On October 21, 2019, the Federal Trade Commission (FTC) announced that it had settled two cases regarding alleged fake indicators of social media influence and fake product reviews.

In the first action, the FTC alleged that Devumi, LLC and its CEO had “sold fake indicators of social media influence, including fake followers, subscribers, views, and likes, to users of different social media platforms, including LinkedIn, Twitter, YouTube, Pinterest, Vine, and SoundCloud.”  These fake indicators were designed to make the influencers more attractive to businesses and individuals hiring the influencers or making purchase decisions related to the influencers (e.g., the more followers or engagement associated with the influencer, the higher fees a business might pay to engage them or more value consumers might give their opinion).

This is the first time the FTC has enforced against the sale of fake indicators of social media influence and further signals that the FTC is working to reduce deception across many aspects of influencer activities.  Significantly, the FTC’s settlement included both $2.5 million in monetary relief and injunctive relief, such as prohibiting the defendants from selling or assisting in the sale of “indicators of social medial influence.”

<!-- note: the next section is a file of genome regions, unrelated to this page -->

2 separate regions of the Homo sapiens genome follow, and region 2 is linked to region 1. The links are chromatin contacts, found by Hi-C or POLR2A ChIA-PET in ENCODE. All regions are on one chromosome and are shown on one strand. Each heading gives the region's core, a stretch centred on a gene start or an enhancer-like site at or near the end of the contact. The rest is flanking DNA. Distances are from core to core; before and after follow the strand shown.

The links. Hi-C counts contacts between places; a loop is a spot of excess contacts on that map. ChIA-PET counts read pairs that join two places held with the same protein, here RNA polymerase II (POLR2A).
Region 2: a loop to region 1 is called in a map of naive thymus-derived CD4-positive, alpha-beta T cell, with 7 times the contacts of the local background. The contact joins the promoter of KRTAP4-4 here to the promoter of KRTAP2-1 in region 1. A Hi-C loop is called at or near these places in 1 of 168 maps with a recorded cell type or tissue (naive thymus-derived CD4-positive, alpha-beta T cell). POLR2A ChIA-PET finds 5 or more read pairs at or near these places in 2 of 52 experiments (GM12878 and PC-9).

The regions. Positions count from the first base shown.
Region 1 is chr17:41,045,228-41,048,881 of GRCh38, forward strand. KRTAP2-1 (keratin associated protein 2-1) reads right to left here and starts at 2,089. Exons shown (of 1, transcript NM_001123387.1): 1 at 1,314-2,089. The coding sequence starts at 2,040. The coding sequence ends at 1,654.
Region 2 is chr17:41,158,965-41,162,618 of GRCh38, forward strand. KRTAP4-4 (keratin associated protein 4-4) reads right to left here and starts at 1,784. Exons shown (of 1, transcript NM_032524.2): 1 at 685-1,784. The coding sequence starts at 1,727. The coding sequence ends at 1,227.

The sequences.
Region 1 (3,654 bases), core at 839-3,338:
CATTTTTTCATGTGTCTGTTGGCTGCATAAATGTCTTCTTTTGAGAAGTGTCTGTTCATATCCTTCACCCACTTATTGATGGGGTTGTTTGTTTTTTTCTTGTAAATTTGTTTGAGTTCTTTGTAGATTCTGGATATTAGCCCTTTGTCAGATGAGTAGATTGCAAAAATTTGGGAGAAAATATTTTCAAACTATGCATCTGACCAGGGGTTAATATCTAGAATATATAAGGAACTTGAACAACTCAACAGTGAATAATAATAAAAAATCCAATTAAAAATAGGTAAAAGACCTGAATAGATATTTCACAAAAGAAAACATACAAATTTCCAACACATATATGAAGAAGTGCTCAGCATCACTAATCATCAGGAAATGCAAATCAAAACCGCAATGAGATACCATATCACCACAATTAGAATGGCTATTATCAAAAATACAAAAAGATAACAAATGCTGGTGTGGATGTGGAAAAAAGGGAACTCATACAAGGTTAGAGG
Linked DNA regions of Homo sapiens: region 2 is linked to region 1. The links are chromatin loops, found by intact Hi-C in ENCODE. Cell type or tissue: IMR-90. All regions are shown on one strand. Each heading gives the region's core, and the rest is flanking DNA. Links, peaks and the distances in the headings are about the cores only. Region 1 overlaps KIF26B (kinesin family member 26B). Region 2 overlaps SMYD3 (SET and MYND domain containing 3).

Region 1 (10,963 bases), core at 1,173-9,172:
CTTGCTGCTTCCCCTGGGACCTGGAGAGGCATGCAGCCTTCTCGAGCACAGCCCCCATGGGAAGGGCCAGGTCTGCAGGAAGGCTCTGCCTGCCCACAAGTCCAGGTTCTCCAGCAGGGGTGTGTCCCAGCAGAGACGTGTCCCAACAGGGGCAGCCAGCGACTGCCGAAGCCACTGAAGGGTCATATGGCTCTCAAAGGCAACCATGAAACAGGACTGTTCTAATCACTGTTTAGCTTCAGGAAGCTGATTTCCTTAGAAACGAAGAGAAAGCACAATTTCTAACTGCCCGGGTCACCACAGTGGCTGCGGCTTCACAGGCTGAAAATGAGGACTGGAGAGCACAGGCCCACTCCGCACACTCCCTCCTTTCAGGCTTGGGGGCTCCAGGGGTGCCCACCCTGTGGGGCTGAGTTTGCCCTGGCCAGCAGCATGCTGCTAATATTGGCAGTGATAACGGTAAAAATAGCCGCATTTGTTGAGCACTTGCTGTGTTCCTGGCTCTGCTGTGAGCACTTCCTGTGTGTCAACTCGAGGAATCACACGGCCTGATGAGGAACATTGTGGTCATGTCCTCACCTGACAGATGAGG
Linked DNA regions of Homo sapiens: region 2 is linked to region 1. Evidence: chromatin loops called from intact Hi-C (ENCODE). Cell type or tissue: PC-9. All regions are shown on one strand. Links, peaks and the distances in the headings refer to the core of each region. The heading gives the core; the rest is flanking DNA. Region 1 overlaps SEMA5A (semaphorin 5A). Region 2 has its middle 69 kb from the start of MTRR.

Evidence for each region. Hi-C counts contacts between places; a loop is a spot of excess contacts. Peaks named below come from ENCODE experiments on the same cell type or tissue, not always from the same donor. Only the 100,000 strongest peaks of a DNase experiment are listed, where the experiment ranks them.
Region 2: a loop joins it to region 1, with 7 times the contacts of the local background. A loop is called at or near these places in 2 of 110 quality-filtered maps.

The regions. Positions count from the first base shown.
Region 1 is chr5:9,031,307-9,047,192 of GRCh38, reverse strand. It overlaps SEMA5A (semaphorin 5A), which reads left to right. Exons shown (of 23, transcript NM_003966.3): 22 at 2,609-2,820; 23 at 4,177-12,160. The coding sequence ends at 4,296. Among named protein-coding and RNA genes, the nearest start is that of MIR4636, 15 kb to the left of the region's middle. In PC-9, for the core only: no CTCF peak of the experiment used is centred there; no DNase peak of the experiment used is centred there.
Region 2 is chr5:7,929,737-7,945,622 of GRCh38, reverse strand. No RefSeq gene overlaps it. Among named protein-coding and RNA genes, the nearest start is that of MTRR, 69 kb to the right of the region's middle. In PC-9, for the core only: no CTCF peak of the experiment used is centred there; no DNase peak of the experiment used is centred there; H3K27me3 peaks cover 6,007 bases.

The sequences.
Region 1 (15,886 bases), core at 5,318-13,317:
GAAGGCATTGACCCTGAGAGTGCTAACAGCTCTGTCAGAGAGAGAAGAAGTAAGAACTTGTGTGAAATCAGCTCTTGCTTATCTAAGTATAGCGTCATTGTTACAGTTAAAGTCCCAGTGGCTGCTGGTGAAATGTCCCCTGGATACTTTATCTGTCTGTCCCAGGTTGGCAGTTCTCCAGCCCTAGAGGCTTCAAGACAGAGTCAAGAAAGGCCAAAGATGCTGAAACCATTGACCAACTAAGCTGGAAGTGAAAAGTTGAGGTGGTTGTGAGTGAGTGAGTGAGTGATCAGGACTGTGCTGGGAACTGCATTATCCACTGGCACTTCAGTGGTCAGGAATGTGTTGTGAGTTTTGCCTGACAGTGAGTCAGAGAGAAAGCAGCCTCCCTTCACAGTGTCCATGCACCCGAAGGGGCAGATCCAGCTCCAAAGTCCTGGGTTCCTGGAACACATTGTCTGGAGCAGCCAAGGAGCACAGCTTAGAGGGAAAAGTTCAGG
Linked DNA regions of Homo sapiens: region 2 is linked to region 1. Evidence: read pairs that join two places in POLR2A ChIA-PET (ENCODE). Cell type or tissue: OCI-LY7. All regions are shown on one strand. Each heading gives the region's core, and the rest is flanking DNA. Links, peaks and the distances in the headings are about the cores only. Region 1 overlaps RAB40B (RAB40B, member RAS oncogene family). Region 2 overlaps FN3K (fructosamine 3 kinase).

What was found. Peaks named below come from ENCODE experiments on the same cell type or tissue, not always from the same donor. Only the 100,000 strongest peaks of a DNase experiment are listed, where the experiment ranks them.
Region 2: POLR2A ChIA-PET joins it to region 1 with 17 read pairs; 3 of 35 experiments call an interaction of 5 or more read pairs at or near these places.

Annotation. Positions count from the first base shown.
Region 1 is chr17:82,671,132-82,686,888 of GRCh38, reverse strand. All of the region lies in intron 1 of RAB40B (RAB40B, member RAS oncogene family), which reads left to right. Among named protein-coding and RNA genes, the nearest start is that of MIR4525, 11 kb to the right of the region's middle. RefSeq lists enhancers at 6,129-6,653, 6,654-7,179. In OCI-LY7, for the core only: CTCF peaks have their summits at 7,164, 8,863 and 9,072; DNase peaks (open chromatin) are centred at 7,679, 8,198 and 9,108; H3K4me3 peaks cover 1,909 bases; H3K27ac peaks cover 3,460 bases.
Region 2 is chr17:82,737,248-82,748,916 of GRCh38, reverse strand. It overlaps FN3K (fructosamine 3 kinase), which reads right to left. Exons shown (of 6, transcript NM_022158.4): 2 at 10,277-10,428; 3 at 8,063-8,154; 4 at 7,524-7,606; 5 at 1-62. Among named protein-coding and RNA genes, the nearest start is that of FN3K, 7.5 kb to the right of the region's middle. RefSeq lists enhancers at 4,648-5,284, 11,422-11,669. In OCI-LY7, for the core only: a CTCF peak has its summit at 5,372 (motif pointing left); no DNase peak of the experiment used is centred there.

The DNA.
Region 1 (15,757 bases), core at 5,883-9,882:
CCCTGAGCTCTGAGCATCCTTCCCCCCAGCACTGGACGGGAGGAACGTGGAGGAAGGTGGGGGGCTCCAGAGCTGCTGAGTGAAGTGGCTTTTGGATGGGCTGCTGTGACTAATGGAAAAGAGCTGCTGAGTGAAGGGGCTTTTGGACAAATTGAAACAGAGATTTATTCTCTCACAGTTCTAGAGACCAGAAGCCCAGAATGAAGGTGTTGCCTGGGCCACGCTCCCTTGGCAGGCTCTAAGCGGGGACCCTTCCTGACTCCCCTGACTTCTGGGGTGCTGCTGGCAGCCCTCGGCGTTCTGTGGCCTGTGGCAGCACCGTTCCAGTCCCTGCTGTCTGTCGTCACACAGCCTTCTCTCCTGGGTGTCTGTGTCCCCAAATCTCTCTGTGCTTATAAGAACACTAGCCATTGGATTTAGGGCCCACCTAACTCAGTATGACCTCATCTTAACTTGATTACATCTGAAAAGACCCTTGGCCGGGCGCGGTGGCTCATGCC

In a second action, the FTC alleged that skincare company Sunday Riley Modern Skincare LLC had repeatedly posted reviews of its products on a beauty store website using fake accounts and had set up fake personas and a virtual private network (VPN) to drive sales of the products with false and misleading claims and no disclosures that the reviews were written by employees of the skincare company itself.  The FTC’s consent order included injunctive relief, but no monetary damages.  Two commissioners dissented from the initial authorization of the proposed settlement and emphasized in a written statement that “going forward, the FTC should seek monetary consequences for fake review fraud, even if the exact level of ill-gotten gains is difficult to measure.”  This dissent suggests that there might be a growing appetite at the FTC (at least among certain commissioners) to more aggressively seek monetary relief in cases involving fake reviews.

Key Takeaways:

  • The FTC continues to monitor social media influencer activities and company review programs.
  • Consumers value the opinions of influencers and the FTC’s first-ever complaint related to these tactics demonstrates that companies should not sell or attempt to deceptively manipulate indicators of social media influence that would mislead consumers about the relative popularity of an influencer (e.g., by falsely inflating the metrics that businesses use to evaluate the influencer).
  • All reviews must be truthful and reflect the honest and sincere beliefs of actual consumers (not company employees or owners) – and a failure to comply could result in FTC enforcement (including potential monetary consequences).